Orthopaedic surgery: What is behind SA’s long waiting lists?
As of last year, 3,449 people were waiting for orthopaedic surgery in five of South Africa’s nine provinces. Waiting times in these five provinces ranged from two weeks to more than five years. In the Eastern Cape, it can take up to 10 years for people to get specific types of orthopaedic surgery. We look at the numbers and unpack what it means for healthcare workers and people waiting for orthopaedic surgery.
According to a response from Health Minister Dr Joe Phaahla to a parliamentary question, 3,449 patients were waiting for orthopaedic surgeries in Free State, Mpumalanga, KwaZulu-Natal, Northern Cape, and Limpopo. These are the most recent numbers Spotlight could find on waiting times for orthopaedic surgery.
The bulk of these are elective surgeries for hip replacements, femur breaks, and arthroplasty (joint replacements).
Public sector orthopaedic waiting lists have made headlines several times in recent years – for example, as with this Spotlight story from 2019 on an orthopaedic crisis in the Free State and this more recent Daily Maverick article on waiting lists in the Eastern Cape.
Waiting times for orthopaedic surgery, which often are not life-threatening emergencies yet can have a profound impact on people’s quality of life and mobility, ranged from a few days to over five years in some provinces, according to the parliamentary response. Spotlight previously published a series on the impact of long surgical waiting lists here, here, and here.
In the Free State, the waiting time for orthopaedic surgery ranges from four weeks for a femur fracture to five years for arthroplasty. In KwaZulu-Natal, the waiting time for orthopaedic surgery ranges from six months to two years, in Limpopo from six months to two years, in Mpumalanga from seven days to one year, and in Northern Cape from two days to three months, according to the Health Minister’s response.
In the Eastern Cape, Health MEC Nomakhosazana Meth, in a written response to a question by DA MPL Jane Cowley in April, said it could take up to 10 years for patients to get some orthopaedic procedures. Meth said at Frere Hospital, it can take up to nine years to get an arthroplasty.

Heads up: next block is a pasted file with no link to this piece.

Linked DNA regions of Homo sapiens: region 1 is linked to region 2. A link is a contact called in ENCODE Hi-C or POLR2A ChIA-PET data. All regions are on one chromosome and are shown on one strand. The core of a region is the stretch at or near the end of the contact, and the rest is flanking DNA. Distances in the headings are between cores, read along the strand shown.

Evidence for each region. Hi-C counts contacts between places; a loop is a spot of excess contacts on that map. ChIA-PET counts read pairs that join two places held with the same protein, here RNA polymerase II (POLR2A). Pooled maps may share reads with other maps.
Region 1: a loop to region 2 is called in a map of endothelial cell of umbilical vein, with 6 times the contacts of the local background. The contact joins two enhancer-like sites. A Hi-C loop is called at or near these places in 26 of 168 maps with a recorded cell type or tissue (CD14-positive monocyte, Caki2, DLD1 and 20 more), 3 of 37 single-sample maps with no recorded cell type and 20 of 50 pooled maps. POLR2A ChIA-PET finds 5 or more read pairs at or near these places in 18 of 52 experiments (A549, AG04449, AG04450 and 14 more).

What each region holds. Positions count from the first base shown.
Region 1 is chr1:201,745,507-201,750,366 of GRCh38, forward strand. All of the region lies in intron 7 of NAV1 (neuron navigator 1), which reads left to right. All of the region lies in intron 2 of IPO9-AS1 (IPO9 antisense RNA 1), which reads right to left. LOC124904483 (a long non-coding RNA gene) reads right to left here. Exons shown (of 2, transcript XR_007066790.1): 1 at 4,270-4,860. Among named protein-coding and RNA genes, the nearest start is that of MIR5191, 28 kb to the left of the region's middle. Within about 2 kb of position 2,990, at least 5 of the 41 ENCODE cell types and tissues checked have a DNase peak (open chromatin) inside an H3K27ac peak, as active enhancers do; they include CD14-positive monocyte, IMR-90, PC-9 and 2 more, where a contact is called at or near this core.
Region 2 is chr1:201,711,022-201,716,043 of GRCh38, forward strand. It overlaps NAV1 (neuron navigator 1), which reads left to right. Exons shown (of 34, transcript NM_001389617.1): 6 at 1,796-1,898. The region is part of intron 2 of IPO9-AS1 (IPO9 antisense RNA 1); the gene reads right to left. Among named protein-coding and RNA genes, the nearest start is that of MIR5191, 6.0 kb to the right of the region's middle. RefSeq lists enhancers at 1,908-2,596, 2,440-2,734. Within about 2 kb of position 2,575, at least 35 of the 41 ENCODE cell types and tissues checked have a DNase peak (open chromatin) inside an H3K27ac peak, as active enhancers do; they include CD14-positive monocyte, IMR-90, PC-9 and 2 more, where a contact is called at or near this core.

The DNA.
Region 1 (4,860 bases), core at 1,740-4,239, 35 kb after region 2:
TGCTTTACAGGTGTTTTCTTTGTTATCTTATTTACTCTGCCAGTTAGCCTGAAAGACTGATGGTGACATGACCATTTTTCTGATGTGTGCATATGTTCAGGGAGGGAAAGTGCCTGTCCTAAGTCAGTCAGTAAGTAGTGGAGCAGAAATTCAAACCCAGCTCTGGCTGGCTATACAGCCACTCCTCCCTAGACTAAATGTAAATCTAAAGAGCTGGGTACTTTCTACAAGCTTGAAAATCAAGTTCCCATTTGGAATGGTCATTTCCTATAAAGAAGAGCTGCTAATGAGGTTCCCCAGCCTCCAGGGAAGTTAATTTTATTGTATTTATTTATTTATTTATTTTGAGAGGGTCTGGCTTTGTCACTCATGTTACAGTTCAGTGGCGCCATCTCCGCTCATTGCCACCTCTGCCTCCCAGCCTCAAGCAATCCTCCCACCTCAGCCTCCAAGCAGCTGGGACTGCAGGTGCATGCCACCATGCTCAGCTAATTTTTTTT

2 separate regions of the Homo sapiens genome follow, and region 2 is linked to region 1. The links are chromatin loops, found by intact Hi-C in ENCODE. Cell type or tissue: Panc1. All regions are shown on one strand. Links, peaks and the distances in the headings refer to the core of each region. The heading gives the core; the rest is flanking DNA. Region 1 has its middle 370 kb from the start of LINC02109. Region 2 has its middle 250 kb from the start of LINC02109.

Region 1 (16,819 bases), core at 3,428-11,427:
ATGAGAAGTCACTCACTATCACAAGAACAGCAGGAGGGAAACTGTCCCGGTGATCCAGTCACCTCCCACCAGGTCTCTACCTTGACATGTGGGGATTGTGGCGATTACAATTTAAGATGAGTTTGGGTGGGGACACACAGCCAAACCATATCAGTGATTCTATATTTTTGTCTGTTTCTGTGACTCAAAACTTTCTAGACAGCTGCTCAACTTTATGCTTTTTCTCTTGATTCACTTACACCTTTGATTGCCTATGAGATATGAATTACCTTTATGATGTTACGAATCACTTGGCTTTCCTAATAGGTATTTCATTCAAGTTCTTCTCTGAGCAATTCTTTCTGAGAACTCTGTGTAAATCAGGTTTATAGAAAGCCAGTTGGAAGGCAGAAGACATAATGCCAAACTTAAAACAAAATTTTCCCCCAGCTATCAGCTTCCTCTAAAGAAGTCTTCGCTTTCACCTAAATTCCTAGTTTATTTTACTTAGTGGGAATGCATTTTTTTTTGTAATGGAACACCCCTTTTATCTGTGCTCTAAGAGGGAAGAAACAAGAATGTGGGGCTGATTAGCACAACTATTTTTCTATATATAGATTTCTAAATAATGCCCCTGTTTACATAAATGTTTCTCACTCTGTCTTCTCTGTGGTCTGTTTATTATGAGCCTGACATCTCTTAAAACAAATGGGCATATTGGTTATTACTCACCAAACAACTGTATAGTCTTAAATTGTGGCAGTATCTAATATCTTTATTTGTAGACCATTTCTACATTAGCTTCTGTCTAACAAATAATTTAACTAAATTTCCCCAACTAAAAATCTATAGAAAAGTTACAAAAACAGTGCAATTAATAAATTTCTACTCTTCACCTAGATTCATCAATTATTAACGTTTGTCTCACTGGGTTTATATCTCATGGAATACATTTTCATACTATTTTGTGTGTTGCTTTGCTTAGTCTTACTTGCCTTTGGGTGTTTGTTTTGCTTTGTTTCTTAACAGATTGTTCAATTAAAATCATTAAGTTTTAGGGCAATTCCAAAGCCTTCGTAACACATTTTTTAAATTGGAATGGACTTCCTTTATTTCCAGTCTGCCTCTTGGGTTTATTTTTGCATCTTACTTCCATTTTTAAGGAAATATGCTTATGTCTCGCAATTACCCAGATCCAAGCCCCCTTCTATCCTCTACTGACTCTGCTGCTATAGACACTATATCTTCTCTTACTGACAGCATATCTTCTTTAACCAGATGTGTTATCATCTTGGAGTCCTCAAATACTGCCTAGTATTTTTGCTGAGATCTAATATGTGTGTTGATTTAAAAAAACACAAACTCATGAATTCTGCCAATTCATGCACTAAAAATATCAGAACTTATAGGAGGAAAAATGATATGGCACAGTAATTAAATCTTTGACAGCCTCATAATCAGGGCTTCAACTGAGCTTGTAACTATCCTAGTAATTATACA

“This is from being placed on the waiting list until being seen in the arthroplasty clinic. The more realistic time is 10 years,” she said. “Currently, the only access to the arthroplasty theatre list is once a month, with three to four joints that can be done per list.” This, she said, was due to budget constraints to buy implants.
The ‘tip of the iceberg’
Putting this into context, Professor Robert Dunn, a consultant spine and orthopaedic surgeon affiliated to the University of Cape Town and Groote Schuur Hospital, says that these surgeries are resource intensive, both in terms of theatre utilisation and implant costs. “There is a massive burden of disease in the ageing population, and our waiting lists are only the tip of the iceberg,” he says.
According to data from the 2019 Global Burden of Disease study, 1.71 billion people globally are living with musculoskeletal conditions. These conditions, encompassing a range of ailments such as lower back pain, fractures and osteoarthritis, contribute significantly to global disability. This growing burden is not only a health concern but also has significant economic implications as more people continue to suffer and become unable to perform day-to-day tasks.
Dunn explains that orthopaedic surgery mainly deals with the musculoskeletal system – muscles, ligaments, tendons, bones, and joints. “We are focused on the maintenance or improvement of functions related to these structures. It is a rapidly growing field as the ageing population demands ongoing function as well as the trauma load in South Africa.”
Last year, Spotlight reported on a study – the Second Comparative Risk Assessment (SACRA2) by the South African Medical Research Council’s Burden of Disease Research Unit – that showed that interpersonal violence is among the top risk factors for disease and death in the country.
Dunn says cancer and infection may also cause issues requiring orthopaedic attention.
“Trauma may result in fractures (broken bones) which require fixing,” he says, adding that these wait times are relatively short as the patients are hospitalised and prioritised. However, Dunn says they can still wait hours to days due to the overwhelmed public health sector and high trauma loads over short periods, such as weekends and public holidays.
According to him, the typical long waiting lists are for the more elective (planned) surgeries. “These are generally due to ageing pathologies such as osteoarthritis with joint destruction, pain, and stiffness with reduced function such as walking ability. In addition, with painless pathologies such as deformity, for example, teenagers with scoliosis (progressive curved spines) also tend to wait.